Audio-Based Jailbreak Attacks on Multi-Modal LLMs

Explore the risks of audio-based jailbreak attacks on multi-modal LLMs and discover defense strategies to protect AI systems from adversarial exploits.

Large language models (LLMs) are increasingly integrating various data types, such as text, images, and audio, into a single framework, model or system known as multi-modal LLMs. These are capable of understanding and generating human-like responses, making them invaluable in numerous applications ranging from customer service to content creation.

Despite their advanced capabilities, these LLMs are also susceptible to the same jailbreaks and adversarial attacks as traditional LLMs. In fact, their multi-modality increases the vectors through which they can be attacked. For example, jailbreaks—techniques used to bypass the models' intended constraints and safety measures—can be delivered within hidden payloads that exploit the model's ability to process not just text, but also audio and images.

In this blog, we will explore a sophisticated form of jailbreak attack: embedding secret audio messages within audio inputs that are undetectable by human listeners but recognized and executed by LLMs.


What we did?

To showcase the vulnerabilities of multi-modal LLMs, we embedded hidden messages within audio files. These altered audio files were then provided to different chatbots, with the goal of triggering a jailbreak when the audio was processed by an audio-to-text model feeding into an LLM.

We used the Basic Iterative Method (BIM) attack to embed these hidden messages in the audio. These messages are part of the 'EvilConfidant' jailbreak, specifically crafted to bypass the safety mechanisms of an LLM and produce malicious output. The LLM targeted in this case was Mistral 7B, paired with Meta’s Wave2Vec audio transcription model.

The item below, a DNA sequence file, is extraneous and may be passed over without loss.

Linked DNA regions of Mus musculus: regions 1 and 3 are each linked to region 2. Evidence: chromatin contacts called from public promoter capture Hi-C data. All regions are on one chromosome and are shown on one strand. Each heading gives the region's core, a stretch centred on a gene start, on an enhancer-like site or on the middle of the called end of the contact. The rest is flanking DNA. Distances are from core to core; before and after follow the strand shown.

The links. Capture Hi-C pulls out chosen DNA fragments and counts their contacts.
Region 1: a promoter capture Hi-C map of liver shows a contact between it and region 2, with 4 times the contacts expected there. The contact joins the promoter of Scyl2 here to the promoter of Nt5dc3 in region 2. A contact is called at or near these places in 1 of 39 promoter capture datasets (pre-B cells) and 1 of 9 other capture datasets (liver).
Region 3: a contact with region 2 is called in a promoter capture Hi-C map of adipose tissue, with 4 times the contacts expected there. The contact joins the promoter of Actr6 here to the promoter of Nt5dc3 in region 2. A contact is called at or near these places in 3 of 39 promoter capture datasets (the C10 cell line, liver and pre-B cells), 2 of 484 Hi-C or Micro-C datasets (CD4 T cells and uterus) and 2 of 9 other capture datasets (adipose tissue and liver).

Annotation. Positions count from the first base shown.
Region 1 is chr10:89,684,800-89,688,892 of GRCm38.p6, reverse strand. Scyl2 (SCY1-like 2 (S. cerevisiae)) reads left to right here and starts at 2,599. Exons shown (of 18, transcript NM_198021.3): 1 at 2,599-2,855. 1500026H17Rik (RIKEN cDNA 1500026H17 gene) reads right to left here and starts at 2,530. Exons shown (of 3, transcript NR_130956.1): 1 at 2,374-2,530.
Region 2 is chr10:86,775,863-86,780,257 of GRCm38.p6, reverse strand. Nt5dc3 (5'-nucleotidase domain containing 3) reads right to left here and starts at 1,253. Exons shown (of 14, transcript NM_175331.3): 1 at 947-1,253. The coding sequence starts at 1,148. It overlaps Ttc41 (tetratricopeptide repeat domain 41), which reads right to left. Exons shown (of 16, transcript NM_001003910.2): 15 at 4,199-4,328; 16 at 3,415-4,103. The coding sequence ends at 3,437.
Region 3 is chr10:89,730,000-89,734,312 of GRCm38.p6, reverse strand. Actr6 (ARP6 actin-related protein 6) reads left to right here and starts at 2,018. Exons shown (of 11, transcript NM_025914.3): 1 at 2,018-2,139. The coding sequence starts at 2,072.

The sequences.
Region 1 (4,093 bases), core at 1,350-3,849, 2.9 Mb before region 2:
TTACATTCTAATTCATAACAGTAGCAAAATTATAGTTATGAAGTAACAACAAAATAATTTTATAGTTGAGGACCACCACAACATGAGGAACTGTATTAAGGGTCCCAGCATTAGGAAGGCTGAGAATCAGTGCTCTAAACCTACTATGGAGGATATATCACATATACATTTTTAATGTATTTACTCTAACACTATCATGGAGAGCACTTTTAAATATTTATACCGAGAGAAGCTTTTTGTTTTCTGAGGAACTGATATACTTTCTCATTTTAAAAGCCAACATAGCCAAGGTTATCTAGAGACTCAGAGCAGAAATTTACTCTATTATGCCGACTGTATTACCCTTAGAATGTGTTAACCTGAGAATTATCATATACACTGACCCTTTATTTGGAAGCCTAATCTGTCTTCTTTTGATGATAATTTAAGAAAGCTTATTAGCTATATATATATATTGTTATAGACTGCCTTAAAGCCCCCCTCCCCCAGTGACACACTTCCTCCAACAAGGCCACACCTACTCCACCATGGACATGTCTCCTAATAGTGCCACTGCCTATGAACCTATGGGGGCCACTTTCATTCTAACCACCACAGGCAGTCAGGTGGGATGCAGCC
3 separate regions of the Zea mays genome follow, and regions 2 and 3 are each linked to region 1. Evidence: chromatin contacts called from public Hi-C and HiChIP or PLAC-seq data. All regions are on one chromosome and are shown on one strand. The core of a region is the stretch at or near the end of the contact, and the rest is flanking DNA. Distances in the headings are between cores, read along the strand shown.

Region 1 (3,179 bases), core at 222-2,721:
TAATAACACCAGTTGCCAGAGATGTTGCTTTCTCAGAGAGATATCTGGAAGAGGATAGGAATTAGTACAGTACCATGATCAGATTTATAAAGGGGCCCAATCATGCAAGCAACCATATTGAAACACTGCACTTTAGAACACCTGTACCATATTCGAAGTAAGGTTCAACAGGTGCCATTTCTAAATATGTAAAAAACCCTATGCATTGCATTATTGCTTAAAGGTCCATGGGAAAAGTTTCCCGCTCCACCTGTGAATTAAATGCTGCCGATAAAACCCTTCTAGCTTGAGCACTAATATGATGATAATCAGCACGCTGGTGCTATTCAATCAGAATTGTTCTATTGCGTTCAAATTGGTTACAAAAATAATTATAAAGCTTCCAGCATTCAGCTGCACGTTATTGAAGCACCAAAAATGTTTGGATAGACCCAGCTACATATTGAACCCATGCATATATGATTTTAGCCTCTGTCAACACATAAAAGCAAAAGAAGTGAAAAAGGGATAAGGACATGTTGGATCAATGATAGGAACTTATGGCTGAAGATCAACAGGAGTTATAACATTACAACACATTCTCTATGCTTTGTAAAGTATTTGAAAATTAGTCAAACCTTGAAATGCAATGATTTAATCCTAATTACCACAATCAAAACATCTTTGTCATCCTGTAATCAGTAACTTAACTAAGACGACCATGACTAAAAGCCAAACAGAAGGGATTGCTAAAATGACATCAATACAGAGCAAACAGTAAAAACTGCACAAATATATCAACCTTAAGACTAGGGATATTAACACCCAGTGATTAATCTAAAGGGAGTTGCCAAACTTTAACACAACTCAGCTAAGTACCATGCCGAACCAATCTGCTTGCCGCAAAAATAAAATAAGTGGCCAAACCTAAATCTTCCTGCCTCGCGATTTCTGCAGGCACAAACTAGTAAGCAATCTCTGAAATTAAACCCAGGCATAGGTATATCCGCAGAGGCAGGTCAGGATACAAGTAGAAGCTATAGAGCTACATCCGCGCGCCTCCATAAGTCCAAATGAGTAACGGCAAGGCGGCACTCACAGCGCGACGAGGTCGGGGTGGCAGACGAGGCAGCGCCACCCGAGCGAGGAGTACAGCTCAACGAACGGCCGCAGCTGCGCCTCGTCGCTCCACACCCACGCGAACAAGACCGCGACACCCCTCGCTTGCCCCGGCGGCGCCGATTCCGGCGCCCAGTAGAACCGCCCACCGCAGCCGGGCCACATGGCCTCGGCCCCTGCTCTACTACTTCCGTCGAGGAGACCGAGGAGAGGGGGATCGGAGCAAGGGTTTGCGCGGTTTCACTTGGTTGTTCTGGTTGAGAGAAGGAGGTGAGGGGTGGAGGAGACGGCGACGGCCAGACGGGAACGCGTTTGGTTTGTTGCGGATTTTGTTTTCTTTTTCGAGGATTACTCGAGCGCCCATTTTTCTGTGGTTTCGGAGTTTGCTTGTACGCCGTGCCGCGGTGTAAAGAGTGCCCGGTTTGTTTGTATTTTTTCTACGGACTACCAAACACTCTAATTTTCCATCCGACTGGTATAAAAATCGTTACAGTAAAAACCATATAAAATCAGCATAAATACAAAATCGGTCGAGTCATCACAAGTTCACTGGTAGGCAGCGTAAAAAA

We demonstrated this attack in various contexts to show its broad applicability. For example, we showcased a scenario involving a medical chatbot where the spoken audio from a human contained the hidden jailbreak message. In another scenario involving a banking chatbot, we used text-to-speech generated audio to embed the hidden message. These highlight that the attack can be effective regardless of the audio source, whether it be human speech or synthetic audio. With other research showcasing the ability to embed these messages into music.

Each embedded message contained a tailored jailbreak command along with a question designed for a specific scenario. For instance, in a medical chatbot scenario, the hidden message could prompt the chatbot to provide dangerous instructions, such as how to synthesize methamphetamine, which could result in severe reputational damage if the chatbot's response were taken seriously.


The multi-modality of LLMs significantly broadens the avenues through which attacks like jailbreaks can be embedded and executed. This capability means that malicious commands can be hidden not only within audio files but also across various other mediums. For instance, an attacker could embed a hidden command within the metadata of an image, which, when processed by an LLM, could prompt it to take unintended actions.

Similarly, emails or documents could contain concealed instructions within their text or formatting, triggering malicious behaviour when interpreted by the model. We previously demonstrated this using a word document containing hidden text, which then resulted in an LLM based agent executing code that enabled Remote Code Execution (RCE) on the device running the LLM.